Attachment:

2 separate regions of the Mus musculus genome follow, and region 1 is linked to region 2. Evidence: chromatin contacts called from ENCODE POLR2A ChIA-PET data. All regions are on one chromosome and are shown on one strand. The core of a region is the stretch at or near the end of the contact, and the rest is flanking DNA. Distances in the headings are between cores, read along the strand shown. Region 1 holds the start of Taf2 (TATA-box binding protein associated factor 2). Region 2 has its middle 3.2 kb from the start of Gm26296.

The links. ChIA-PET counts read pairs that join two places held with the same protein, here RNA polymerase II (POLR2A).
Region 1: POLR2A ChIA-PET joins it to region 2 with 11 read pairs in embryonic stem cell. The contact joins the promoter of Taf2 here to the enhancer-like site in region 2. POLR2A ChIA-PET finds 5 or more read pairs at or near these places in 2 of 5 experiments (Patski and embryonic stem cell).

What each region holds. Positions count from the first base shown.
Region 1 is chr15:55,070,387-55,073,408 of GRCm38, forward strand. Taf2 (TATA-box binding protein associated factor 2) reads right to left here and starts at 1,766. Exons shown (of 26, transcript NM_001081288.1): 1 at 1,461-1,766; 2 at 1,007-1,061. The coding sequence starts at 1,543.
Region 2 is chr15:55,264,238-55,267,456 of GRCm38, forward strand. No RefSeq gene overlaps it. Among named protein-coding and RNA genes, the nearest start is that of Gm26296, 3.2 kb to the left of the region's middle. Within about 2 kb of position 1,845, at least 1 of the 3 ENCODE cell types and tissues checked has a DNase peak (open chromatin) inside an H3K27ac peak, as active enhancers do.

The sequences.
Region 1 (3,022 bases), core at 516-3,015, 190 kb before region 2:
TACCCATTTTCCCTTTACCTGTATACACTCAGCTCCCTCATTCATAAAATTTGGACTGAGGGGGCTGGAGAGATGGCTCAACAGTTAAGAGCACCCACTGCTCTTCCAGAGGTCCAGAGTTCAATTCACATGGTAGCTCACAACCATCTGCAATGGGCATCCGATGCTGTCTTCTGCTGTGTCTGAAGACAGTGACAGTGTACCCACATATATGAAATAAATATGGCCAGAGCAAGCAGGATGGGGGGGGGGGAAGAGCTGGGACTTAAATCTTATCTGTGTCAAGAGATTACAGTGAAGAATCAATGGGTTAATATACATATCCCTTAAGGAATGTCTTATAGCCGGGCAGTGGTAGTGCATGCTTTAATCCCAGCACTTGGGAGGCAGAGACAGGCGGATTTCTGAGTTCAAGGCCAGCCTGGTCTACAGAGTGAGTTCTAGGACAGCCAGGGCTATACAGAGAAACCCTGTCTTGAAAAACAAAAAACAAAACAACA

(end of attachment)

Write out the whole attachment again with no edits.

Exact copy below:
2 separate regions of the Mus musculus genome follow, and region 1 is linked to region 2. Evidence: chromatin contacts called from ENCODE POLR2A ChIA-PET data. All regions are on one chromosome and are shown on one strand. The core of a region is the stretch at or near the end of the contact, and the rest is flanking DNA. Distances in the headings are between cores, read along the strand shown. Region 1 holds the start of Taf2 (TATA-box binding protein associated factor 2). Region 2 has its middle 3.2 kb from the start of Gm26296.

The links. ChIA-PET counts read pairs that join two places held with the same protein, here RNA polymerase II (POLR2A).
Region 1: POLR2A ChIA-PET joins it to region 2 with 11 read pairs in embryonic stem cell. The contact joins the promoter of Taf2 here to the enhancer-like site in region 2. POLR2A ChIA-PET finds 5 or more read pairs at or near these places in 2 of 5 experiments (Patski and embryonic stem cell).

What each region holds. Positions count from the first base shown.
Region 1 is chr15:55,070,387-55,073,408 of GRCm38, forward strand. Taf2 (TATA-box binding protein associated factor 2) reads right to left here and starts at 1,766. Exons shown (of 26, transcript NM_001081288.1): 1 at 1,461-1,766; 2 at 1,007-1,061. The coding sequence starts at 1,543.
Region 2 is chr15:55,264,238-55,267,456 of GRCm38, forward strand. No RefSeq gene overlaps it. Among named protein-coding and RNA genes, the nearest start is that of Gm26296, 3.2 kb to the left of the region's middle. Within about 2 kb of position 1,845, at least 1 of the 3 ENCODE cell types and tissues checked has a DNase peak (open chromatin) inside an H3K27ac peak, as active enhancers do.

The sequences.
Region 1 (3,022 bases), core at 516-3,015, 190 kb before region 2:
TACCCATTTTCCCTTTACCTGTATACACTCAGCTCCCTCATTCATAAAATTTGGACTGAGGGGGCTGGAGAGATGGCTCAACAGTTAAGAGCACCCACTGCTCTTCCAGAGGTCCAGAGTTCAATTCACATGGTAGCTCACAACCATCTGCAATGGGCATCCGATGCTGTCTTCTGCTGTGTCTGAAGACAGTGACAGTGTACCCACATATATGAAATAAATATGGCCAGAGCAAGCAGGATGGGGGGGGGGGAAGAGCTGGGACTTAAATCTTATCTGTGTCAAGAGATTACAGTGAAGAATCAATGGGTTAATATACATATCCCTTAAGGAATGTCTTATAGCCGGGCAGTGGTAGTGCATGCTTTAATCCCAGCACTTGGGAGGCAGAGACAGGCGGATTTCTGAGTTCAAGGCCAGCCTGGTCTACAGAGTGAGTTCTAGGACAGCCAGGGCTATACAGAGAAACCCTGTCTTGAAAAACAAAAAACAAAACAACA